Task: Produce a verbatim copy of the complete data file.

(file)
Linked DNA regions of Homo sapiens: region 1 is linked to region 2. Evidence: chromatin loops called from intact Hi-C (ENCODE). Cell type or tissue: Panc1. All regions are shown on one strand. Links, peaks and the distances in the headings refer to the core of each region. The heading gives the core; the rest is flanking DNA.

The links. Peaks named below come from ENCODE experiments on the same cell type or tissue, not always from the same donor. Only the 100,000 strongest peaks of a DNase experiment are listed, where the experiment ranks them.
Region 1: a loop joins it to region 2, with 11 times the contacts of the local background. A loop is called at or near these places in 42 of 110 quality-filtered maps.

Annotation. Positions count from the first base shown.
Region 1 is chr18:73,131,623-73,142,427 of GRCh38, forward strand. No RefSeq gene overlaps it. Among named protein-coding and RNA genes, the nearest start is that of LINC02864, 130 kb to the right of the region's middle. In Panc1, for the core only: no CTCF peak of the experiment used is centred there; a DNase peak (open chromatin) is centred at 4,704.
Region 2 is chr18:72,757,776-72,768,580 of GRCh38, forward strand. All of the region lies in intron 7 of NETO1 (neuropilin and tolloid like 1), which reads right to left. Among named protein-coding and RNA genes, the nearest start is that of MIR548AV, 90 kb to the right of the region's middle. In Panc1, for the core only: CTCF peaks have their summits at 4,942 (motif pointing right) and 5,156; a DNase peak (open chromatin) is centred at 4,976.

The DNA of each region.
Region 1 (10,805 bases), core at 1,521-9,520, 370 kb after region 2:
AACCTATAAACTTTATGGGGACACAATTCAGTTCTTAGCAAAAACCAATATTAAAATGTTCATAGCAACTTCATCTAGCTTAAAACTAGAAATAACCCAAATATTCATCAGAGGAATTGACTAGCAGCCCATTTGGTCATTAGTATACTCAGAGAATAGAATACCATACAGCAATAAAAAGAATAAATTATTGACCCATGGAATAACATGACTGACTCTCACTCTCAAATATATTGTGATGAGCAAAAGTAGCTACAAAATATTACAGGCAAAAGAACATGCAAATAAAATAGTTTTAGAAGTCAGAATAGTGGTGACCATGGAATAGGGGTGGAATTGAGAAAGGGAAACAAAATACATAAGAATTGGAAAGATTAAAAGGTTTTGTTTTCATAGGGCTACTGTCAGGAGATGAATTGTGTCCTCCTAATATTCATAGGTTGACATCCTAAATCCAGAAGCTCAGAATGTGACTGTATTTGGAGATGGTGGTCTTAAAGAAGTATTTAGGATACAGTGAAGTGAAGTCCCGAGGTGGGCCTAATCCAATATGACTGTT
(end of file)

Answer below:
Linked DNA regions of Homo sapiens: region 1 is linked to region 2. Evidence: chromatin loops called from intact Hi-C (ENCODE). Cell type or tissue: Panc1. All regions are shown on one strand. Links, peaks and the distances in the headings refer to the core of each region. The heading gives the core; the rest is flanking DNA.

The links. Peaks named below come from ENCODE experiments on the same cell type or tissue, not always from the same donor. Only the 100,000 strongest peaks of a DNase experiment are listed, where the experiment ranks them.
Region 1: a loop joins it to region 2, with 11 times the contacts of the local background. A loop is called at or near these places in 42 of 110 quality-filtered maps.

Annotation. Positions count from the first base shown.
Region 1 is chr18:73,131,623-73,142,427 of GRCh38, forward strand. No RefSeq gene overlaps it. Among named protein-coding and RNA genes, the nearest start is that of LINC02864, 130 kb to the right of the region's middle. In Panc1, for the core only: no CTCF peak of the experiment used is centred there; a DNase peak (open chromatin) is centred at 4,704.
Region 2 is chr18:72,757,776-72,768,580 of GRCh38, forward strand. All of the region lies in intron 7 of NETO1 (neuropilin and tolloid like 1), which reads right to left. Among named protein-coding and RNA genes, the nearest start is that of MIR548AV, 90 kb to the right of the region's middle. In Panc1, for the core only: CTCF peaks have their summits at 4,942 (motif pointing right) and 5,156; a DNase peak (open chromatin) is centred at 4,976.

The DNA of each region.
Region 1 (10,805 bases), core at 1,521-9,520, 370 kb after region 2:
AACCTATAAACTTTATGGGGACACAATTCAGTTCTTAGCAAAAACCAATATTAAAATGTTCATAGCAACTTCATCTAGCTTAAAACTAGAAATAACCCAAATATTCATCAGAGGAATTGACTAGCAGCCCATTTGGTCATTAGTATACTCAGAGAATAGAATACCATACAGCAATAAAAAGAATAAATTATTGACCCATGGAATAACATGACTGACTCTCACTCTCAAATATATTGTGATGAGCAAAAGTAGCTACAAAATATTACAGGCAAAAGAACATGCAAATAAAATAGTTTTAGAAGTCAGAATAGTGGTGACCATGGAATAGGGGTGGAATTGAGAAAGGGAAACAAAATACATAAGAATTGGAAAGATTAAAAGGTTTTGTTTTCATAGGGCTACTGTCAGGAGATGAATTGTGTCCTCCTAATATTCATAGGTTGACATCCTAAATCCAGAAGCTCAGAATGTGACTGTATTTGGAGATGGTGGTCTTAAAGAAGTATTTAGGATACAGTGAAGTGAAGTCCCGAGGTGGGCCTAATCCAATATGACTGTT